Rye Lane is a fresh, innovative romantic comedy, giving a much needed second wind to the dated genre.
Rye Lane, directed by Raine Allen-Miller, and written by Nathan Bryon and Tom Melia, becomes a delightfully charming insight into a budding love set in Peckham with leads Vivian Oparah and David Jonsson, who between the pair, and the crew’s talent, provides a remarkable modernity.
Though this film is Allen-Miller, Bryon and Melia’s first foray into feature-length comedy, it’s contemporary affair revitalises an otherwise stagnant genre.
Cinamore spoke with writer Nathan Bryon last year in part about Rye Lane, and where he expressed it to me as “black joy. It’s black love” it couldn’t have been a more apt summary.
Opening on the beginning of a meet-cute in a unisex bathroom stall, Dom (Jonsson) stifles tears over a recent breakup, wailing out, as cinematographer Olan Collardy offers a poetic birds’ eye view of numerous stalls in the Peckham area, each providing a potential root for a story.
Settling on Dom, the camera introduces Yas (Oparah) in the adjacent stall, whose extroverted, charismatic humorous character befriends Dom acting as both therapist and distraction.
What begins as Yas gate-crashing a meal with Dom and his ex, under the guise of being his now-girlfriend, Yas entices Dom to break free from his self-made shackles, stretching out the day into a hilarious example of a script being insanely polished yet feeling impromptu, knowing its own identity as part of the romantic-comedy genre.
Even by featuring a bewildering cameo from a rom-com legend, the film establishes that it understands its identity, tropes, and how it needs to come together to provide a cathartic resolution becoming the first postmodernist romantic comedy that makes embracing identity critical to the story that Allen-Miller weaves.
It is worth highlighting that whilst the film is about identity, at no point is the politics of race brought into the discussion. While other films featuring two black leads may have introduced an oppressive undertone, Rye Lane celebrates black culture and the broader stories as part of this, often shooting the film with a panoramic fish-eyed lens, opening up the scene, and inviting us to explore the edges of the frame.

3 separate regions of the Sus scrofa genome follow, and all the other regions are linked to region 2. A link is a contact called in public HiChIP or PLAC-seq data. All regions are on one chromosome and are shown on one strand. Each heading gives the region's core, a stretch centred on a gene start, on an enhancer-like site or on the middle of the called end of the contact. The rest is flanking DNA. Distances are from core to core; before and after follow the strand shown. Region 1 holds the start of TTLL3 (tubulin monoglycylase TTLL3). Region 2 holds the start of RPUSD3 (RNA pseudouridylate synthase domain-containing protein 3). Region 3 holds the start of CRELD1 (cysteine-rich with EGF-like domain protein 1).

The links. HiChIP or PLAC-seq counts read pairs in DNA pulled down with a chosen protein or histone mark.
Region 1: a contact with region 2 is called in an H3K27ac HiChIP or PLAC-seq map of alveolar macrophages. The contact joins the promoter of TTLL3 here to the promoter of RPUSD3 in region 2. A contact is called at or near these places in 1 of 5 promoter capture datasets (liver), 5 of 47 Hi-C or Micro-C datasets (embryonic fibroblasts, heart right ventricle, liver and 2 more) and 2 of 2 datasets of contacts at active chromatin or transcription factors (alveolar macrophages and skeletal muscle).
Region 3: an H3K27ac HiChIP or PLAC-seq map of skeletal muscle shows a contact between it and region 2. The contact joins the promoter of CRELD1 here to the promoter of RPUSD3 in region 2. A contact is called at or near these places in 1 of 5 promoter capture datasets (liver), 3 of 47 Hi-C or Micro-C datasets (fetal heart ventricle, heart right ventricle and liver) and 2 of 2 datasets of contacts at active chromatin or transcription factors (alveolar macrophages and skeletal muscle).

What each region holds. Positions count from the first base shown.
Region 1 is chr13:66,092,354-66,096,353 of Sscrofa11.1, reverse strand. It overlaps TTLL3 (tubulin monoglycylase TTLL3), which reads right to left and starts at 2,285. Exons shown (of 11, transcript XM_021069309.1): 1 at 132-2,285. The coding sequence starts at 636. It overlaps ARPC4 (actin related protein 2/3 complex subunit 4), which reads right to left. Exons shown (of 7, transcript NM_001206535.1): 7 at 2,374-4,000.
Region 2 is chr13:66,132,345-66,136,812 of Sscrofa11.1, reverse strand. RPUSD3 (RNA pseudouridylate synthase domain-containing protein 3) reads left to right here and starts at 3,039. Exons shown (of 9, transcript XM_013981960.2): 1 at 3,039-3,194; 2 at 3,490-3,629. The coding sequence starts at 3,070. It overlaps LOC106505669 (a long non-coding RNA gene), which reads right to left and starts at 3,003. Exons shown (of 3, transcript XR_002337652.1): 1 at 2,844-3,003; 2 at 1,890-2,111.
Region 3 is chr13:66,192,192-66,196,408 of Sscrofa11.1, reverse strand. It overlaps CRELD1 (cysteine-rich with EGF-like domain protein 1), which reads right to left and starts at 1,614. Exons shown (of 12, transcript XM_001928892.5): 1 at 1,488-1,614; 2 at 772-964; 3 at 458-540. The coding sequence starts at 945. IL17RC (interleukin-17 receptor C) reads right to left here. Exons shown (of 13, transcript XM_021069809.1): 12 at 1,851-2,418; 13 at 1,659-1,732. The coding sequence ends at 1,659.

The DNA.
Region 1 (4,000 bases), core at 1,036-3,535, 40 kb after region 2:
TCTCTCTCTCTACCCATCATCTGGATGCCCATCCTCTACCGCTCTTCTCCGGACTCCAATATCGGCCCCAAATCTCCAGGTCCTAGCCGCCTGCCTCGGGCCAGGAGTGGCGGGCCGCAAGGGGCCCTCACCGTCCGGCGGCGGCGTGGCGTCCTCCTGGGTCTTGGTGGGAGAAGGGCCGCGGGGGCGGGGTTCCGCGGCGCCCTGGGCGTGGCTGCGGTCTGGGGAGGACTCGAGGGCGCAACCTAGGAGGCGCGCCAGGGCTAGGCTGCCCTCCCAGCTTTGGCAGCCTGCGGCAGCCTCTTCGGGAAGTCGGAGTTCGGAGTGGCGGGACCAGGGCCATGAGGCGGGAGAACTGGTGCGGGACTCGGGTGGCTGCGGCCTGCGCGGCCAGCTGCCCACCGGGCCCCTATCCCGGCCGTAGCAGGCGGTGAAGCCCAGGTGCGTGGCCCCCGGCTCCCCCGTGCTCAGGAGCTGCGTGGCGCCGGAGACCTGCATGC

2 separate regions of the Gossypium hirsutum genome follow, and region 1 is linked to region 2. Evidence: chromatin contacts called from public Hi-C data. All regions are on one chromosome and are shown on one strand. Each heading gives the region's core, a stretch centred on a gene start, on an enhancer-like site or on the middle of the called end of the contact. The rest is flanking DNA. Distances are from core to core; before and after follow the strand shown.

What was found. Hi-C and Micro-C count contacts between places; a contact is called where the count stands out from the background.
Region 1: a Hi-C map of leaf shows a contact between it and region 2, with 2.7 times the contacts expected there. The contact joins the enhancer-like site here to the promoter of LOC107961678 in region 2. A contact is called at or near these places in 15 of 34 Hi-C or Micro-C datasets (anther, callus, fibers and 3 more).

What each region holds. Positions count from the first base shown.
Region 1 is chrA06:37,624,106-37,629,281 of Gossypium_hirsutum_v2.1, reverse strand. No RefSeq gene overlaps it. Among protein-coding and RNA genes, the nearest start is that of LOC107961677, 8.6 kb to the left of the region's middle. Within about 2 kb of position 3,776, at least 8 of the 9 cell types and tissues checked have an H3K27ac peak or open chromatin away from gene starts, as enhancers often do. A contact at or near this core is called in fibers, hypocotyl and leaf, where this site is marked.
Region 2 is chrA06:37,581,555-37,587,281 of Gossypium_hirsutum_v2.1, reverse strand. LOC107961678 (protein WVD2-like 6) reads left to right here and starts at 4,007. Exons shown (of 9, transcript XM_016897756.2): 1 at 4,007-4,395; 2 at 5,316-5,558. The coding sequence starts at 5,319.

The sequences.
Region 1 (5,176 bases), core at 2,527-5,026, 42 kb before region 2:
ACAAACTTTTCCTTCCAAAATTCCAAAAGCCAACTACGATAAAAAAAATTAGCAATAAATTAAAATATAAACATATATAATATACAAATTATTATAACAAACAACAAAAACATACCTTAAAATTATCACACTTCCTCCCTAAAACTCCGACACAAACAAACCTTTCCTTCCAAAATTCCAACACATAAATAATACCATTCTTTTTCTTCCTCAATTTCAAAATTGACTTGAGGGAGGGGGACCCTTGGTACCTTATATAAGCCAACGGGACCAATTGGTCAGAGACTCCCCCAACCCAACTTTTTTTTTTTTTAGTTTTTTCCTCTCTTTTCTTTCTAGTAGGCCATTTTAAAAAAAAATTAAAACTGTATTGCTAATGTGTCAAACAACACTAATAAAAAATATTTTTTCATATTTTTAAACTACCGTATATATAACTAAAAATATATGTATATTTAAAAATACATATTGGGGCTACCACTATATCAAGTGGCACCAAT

Equally, telling the story over its tight runtime of under an hour and a half makes the quick-cutting story feel as precise as it deserves. Intercutting between flashbacks, the story extends beyond the laissez-faire day Dom and Yas share. Though the flashbacks primarily serve as an expository backstory, they also interact with the linear present tense.
A specific flashback takes place in Peckhamplex Cinema, and when the device ends, returning the pair to the present time, Yas is still holding the same popcorn bucket from her recalled flashback.
Attention to detail throughout is perfect. Whether it be a moment Yas tries on vibrant shoes, wearing them in the next scene, or a child background actor wearing an orange jumpsuit and glasses akin to Nathan Bryon’s award-winning Look Up! series, there are countless pieces scattered throughout Rye Lane that showcase the respect the filmmakers had to their film, to each other, and to its setting in Peckham.
My only gripe is, unfortunately, in its casting. Whilst Vivian Oparah excels as Yas, the differential between her and Jonsson’s Dom can be noticeable, creating a slightly disparate relationship between the two.
Oparah’s delivery as Yas is instantly likeable; her ability to win over audiences by perfectly capturing her character’s interests, vices and burdens is a testament to her as a performer. Her previous role as Tanya in the cancelled Doctor Who spin-off Class was triumphant, especially in the vastly-underrated episode Nightvisiting. Seeing her given more extended screen time to showcase her talent was a welcome decision and an opportunity to flex her comedic timings.
Jonsson’s delivery didn’t quite match the vibe of where his character was meant to be at that point in the story. Two scenes of his stood out above the others as an outstanding performance to partner Oparah’s charming lead: a celebratory dance outside of a restaurant, and the second, an interaction with Levi Roots’ character in a back garden party.
Rye Lane‘s modern synth soundtrack by Kwes, colourful kaleidoscopic production design, cinematography and the polished plot is a festival of life, attempting to do what Richard Curtis’ Notting Hill did for its North London counterpart.
As Nathan told Cinamore, “I hope when people see Rye Lane, they feel love.” The grin that spread from ear to ear as the credits rolled undoubtedly proved him right.
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